Jared Kushner says Trump was surrounded by ‘overconfident idiots’ from his 2016 campaign and it ‘took him a while to figure out’ who was loyal to him

Trump Kushner 2019
President Trump and Jared Kushner during the G7 summit in Biarritz, France.
  • Jared Kushner said on Tuesday that the president was surrounded by "overconfident idiots" from his 2016 campaign and that it "took him a while to figure out" which were loyal to him and his agenda. 
  • Kushner, Trump's son-in-law and a top White House adviser, first told journalist Bob Woodward that the president's "most dangerous" advisers were "overconfident idiots" and that Trump had "gotten rid of" many of them.
  • Woodward reported that Kushner was referring to former Defense Secretary James Mattis, former Secretary of State Rex Tillerson, and former economic adviser Gary Cohn, but Kushner denied that. 
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Jared Kushner, President Donald Trump's son-in-law and top White House adviser, said on Tuesday that the president was surrounded by "overconfident idiots" on his 2016 campaign and that it "took him a while to figure out" which of his aides were loyal to him and his agenda. 

Kushner first told journalist Bob Woodward that the president's "most dangerous" advisers were "overconfident idiots" and that Trump had "gotten rid of" many of them. Woodward wrote in his new book, "Rage," that Kushner was referring to former Defense Secretary James Mattis, former Secretary of State Rex Tillerson, and former White House economic adviser Gary Cohn. 

But in a Tuesday interview with NBC News' "The Today Show" on Tuesday, Kushner said he wasn't referring to Mattis, Tillerson, and Cohn, and he declined to say whom he was criticizing.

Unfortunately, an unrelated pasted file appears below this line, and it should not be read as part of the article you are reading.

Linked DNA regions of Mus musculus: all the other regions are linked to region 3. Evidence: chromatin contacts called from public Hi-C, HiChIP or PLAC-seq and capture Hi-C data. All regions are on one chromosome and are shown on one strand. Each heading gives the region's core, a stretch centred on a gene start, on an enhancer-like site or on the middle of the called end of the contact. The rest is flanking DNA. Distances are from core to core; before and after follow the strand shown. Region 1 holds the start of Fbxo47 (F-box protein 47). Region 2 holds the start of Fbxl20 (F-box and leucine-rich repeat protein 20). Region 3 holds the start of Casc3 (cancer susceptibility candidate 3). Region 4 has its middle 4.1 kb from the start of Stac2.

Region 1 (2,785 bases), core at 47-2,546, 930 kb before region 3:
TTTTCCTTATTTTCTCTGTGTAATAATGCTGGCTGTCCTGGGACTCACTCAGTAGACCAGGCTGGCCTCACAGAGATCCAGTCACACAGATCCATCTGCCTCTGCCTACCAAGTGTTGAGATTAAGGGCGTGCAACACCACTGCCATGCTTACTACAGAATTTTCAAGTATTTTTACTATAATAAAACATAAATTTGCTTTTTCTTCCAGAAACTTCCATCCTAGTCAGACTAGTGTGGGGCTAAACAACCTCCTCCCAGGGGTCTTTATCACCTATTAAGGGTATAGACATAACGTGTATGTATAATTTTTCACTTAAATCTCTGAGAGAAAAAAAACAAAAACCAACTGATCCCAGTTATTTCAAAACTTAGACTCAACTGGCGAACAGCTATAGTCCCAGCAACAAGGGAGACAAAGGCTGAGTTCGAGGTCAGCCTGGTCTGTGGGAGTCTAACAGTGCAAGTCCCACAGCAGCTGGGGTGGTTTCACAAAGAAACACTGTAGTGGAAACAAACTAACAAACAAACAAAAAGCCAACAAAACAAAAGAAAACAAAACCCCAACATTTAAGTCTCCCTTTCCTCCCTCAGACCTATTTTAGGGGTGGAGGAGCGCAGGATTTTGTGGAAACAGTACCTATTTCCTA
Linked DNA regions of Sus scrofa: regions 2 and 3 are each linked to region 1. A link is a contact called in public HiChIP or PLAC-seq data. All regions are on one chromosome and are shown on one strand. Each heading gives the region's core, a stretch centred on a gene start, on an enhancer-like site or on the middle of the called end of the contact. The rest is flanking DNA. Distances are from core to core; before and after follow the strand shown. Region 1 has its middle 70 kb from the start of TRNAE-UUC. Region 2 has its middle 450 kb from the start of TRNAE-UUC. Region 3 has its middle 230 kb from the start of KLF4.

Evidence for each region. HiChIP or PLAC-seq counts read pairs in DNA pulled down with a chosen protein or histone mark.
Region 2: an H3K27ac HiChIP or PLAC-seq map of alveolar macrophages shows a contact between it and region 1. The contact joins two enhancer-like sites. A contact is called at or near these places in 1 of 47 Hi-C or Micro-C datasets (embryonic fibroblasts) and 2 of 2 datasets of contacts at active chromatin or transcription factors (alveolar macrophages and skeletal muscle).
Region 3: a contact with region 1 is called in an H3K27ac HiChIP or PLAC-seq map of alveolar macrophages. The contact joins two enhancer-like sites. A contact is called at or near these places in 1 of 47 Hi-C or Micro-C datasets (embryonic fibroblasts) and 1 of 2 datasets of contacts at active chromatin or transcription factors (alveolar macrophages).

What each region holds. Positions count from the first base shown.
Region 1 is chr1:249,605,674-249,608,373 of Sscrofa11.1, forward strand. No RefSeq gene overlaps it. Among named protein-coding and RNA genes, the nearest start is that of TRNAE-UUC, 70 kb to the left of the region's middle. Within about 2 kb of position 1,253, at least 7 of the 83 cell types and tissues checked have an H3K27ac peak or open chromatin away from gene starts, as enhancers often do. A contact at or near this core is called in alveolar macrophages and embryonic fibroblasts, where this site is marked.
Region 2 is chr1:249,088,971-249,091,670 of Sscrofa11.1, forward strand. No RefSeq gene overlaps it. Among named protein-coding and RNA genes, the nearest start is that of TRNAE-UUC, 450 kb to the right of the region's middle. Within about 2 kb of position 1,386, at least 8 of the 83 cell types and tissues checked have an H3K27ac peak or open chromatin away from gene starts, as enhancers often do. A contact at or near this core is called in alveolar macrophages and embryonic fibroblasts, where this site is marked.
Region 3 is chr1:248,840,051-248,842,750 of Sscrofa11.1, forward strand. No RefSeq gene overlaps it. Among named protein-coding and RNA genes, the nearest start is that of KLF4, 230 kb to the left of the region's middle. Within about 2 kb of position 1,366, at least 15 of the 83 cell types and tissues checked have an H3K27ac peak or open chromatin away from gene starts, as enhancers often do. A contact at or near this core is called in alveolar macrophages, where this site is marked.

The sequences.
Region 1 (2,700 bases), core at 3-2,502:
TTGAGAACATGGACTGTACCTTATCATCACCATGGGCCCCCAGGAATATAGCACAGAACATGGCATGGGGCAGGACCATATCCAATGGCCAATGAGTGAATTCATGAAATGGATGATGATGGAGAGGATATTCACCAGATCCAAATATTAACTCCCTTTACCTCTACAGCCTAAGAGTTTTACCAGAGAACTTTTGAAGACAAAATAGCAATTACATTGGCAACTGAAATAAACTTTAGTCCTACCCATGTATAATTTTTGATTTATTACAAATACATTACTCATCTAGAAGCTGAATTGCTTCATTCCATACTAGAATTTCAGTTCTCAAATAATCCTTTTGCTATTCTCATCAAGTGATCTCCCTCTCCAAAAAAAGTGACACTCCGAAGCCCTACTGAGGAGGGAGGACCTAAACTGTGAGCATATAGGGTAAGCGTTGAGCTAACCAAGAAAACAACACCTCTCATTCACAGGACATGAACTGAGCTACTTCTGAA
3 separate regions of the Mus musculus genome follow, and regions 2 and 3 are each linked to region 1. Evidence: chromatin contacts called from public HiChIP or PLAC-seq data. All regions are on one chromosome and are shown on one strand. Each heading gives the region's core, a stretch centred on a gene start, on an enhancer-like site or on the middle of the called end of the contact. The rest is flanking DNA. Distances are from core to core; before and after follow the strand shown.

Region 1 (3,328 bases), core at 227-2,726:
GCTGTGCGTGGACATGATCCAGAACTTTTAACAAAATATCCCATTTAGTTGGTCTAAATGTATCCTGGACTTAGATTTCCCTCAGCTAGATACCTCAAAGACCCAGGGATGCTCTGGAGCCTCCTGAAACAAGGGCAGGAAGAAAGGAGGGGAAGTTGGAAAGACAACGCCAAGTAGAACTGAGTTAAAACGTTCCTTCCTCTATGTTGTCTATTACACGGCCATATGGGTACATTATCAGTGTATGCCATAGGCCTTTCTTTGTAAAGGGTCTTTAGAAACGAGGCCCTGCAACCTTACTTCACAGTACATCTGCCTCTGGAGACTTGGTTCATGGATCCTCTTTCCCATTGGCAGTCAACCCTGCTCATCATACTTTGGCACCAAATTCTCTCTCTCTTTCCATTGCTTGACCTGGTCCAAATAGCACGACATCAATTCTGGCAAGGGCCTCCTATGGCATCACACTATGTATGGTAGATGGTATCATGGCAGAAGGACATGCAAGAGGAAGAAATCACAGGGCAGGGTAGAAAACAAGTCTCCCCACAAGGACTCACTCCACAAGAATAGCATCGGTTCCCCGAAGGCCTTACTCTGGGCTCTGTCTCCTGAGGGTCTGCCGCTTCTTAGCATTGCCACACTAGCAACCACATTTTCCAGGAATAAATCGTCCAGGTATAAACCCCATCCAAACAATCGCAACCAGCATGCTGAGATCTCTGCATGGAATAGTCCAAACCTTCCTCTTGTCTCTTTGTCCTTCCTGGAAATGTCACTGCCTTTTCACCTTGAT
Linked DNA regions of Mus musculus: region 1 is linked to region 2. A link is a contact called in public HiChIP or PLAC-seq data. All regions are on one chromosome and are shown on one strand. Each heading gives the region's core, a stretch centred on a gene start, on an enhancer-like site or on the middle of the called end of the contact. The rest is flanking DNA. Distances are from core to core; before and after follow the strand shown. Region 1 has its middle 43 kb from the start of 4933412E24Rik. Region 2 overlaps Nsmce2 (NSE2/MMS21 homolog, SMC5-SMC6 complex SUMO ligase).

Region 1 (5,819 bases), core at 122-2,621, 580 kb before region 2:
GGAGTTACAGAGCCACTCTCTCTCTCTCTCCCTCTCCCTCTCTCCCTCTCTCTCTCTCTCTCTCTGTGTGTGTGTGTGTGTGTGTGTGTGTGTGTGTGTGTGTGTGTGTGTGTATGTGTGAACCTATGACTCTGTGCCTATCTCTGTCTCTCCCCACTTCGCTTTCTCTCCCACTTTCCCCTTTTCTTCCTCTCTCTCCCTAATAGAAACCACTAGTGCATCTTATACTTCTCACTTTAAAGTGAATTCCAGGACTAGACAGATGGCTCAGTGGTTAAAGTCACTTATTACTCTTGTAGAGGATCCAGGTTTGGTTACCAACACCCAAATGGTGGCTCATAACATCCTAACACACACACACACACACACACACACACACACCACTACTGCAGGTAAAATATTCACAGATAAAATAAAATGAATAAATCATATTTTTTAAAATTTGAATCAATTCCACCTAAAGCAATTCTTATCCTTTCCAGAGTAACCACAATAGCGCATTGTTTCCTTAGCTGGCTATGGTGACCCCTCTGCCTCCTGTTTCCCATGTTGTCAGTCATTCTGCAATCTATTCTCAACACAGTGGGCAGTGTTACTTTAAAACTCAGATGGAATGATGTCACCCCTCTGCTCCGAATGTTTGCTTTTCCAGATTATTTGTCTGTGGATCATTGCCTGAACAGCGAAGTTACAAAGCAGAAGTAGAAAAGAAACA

"He actually mischaracterizes who I was referring to," Kushner said of Woodward. "Obviously we had some people from the campaign who were in there who were obviously always trying to tell the president with confidence without the real facts." 

He went on, "When we got to Washington, President Trump had never done this before and I think it took him a while to figure out who were the right people that he wanted to have around him in his administration, but I think over time he's really figured out who was with him, who was not on his agenda."

Kushner also told Woodward that in the early days of the administration the vast majority of Trump's aides thought the president was destructive and dangerous. 

"In the beginning, 20 percent of the people we had thought Trump was saving the world, and 80 percent thought they were saving the world from Trump," Kushner said. "Now, I think we have the inverse."

The president's 39-year-old son-in-law, who had no government, policy, or foreign affairs experience before becoming one of Trump's most powerful advisers, described how the president challenged his aides by suggesting extreme responses to various issues. 

"He won't say, 'Let me go wth a nuanced position.' He'll, in a meeting , say, 'Well, what if we do 100?' They'll say, 'Oh, you can't do that.' And then, he'll say, 'Well, what if we do zero?' It's like, holy s--t. It's whiplash," Kushner said. "So that's his way of reading people, is to see how certain are they of their position: Do they hold their ground? Do they buckle? So that's just his style." 

He added, "And by the way, that's why the most dangerous people around the president are overconfident idiots." 

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